Rigsby now alleges that All Seasons Roofing, operating under the account “@All Seasons Roofing and Restoration” on Facebook, unlawfully copied and displayed his video on their platform without obtaining the necessary permissions or licenses. This unauthorized use, as Rigsby contends, constitutes a violation of his exclusive rights as a copyright holder under 17 U.S.C. §106.

Indianapolis, Indiana – Defendant Circle City Broadcasting, LLC d/b/a WISH-TV, is being sued by Plaintiff Christopher Sadowski over alleged copyright infringement.  Sadowski is a photojournalist from New Jersey, who has been published in numerous popular newspapers and magazines. While he holds the licenses to his photographs, court documents explain that Sadowski allows entities to purchase a one-time-use license for themselves.

PhotoForBlog-300x206According to the complaint, in 2019, Sadowski created and copyrighted a photograph titled “062219garbagetruck4CS,” depicting the bustling streets of New York City.  In 2021, Circle City Broadcasting purportedly published Sadowski’s work on their website, without obtaining the necessary licensing. It is alleged that not only did they display the image without consent, but they also cropped out Sadowski’s copyright management information, potentially infringing upon his rights.

Despite Sadowski’s supposed attempts to resolve the matter amicably, Circle City Broadcasting purportedly failed to address the issue satisfactorily. Consequently, Sadowski pursued legal action to address the alleged willful infringement.

Picture1On January 12, 2024, the Seventh Circuit Court of Appeals, in the matter of UIRC-GSA Holdings v. William Blair, upheld a district court’s ruling to award summary judgment and attorneys’ fees in favor of Blair. The issue revolved around copyright infringement claims brought by UIRC-GSA Holdings against William Blair, a financial services company. UIRC-GSA Holdings (hereafter referred to as UIRC) alleged that Blair copied certain documents used in bond offerings, which UIRC claimed copyright protection over. Blair prevailed at summary judgment, and the district court awarded attorneys’ fees under the Copyright Act.  UIRC appealed, arguing that the district court erred in ruling that UIRC lacked the requisite originality for valid copyrights in the documents and in awarding fees to Blair.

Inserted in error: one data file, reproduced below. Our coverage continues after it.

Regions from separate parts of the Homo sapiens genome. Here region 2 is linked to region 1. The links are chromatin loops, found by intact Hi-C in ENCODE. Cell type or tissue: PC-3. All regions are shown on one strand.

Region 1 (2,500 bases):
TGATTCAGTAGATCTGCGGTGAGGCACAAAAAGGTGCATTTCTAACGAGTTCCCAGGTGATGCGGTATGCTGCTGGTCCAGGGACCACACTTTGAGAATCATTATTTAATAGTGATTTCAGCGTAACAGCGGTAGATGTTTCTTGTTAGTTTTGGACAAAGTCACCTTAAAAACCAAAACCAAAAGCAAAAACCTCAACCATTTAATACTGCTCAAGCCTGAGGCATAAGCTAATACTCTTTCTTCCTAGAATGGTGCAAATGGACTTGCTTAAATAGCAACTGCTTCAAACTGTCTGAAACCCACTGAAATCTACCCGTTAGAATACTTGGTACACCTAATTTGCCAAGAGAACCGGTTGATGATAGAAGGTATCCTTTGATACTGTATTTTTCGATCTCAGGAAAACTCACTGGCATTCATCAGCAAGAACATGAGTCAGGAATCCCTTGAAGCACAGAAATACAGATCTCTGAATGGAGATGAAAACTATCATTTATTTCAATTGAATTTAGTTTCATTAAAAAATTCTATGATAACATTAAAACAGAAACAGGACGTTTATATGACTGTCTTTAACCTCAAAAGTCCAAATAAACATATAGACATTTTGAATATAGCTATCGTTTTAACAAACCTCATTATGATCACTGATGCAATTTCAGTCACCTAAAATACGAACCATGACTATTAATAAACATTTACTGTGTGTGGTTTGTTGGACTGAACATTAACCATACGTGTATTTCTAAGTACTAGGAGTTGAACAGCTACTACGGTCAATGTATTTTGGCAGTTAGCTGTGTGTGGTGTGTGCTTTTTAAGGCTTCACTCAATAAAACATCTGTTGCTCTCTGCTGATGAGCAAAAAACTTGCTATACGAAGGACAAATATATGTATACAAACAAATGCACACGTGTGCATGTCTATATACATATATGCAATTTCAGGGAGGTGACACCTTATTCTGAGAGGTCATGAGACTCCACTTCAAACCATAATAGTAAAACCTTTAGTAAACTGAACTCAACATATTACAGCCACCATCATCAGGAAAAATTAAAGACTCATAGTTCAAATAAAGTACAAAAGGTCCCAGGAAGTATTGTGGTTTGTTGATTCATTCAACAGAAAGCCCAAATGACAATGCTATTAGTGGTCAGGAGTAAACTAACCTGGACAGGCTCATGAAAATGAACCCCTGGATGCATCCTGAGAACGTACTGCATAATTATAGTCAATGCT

The case involved UIRC, a company managing properties leased to the U.S. General Services Administration (GSA), seeking capital by pooling GSA properties and offering bonds. UIRC produced key documents for this process, including a private placement memorandum (PPM) and an indenture of trust, largely adapted from documents by the Idaho Housing and Finance Association, with the addition of some new language. The legal issue concerned the originality and copyrightability of UIRC’s documents, as copyright law requires works to be independently created with some degree of creativity to qualify for protection.

The district court ruled in favor of Blair, finding that UIRC’s documents lacked the necessary originality for copyright protection. The court noted that UIRC had extensively copied language from documents prepared by the Idaho Housing and Finance Association. Additionally, the court found that the new text added by UIRC consisted primarily of facts, fragmented phrases, or language dictated by functional considerations, which are not eligible for copyright protection.

China – Plaintiff Guangzhou Shima Decoration Materials Co., Ltd. (Shima), a Chinese corporation specializing in home improvement items and building materials, has brought legal action against Shenzhen Ruimingxiang Technology Co., Ltd. (SRT) for alleged copyright infringement.

Shima, led by President Wentong Liu, claims it has carved a niche in designing and selling distinctive products. It goes onto explain that in 2004, Liu created a graphic work known as the “Diamond Tile,” a unique square or rectangular tile featuring a three-dimensional design composed of various diamond-like elements, which he had copyrighted with the United States Copyright Office in 2017.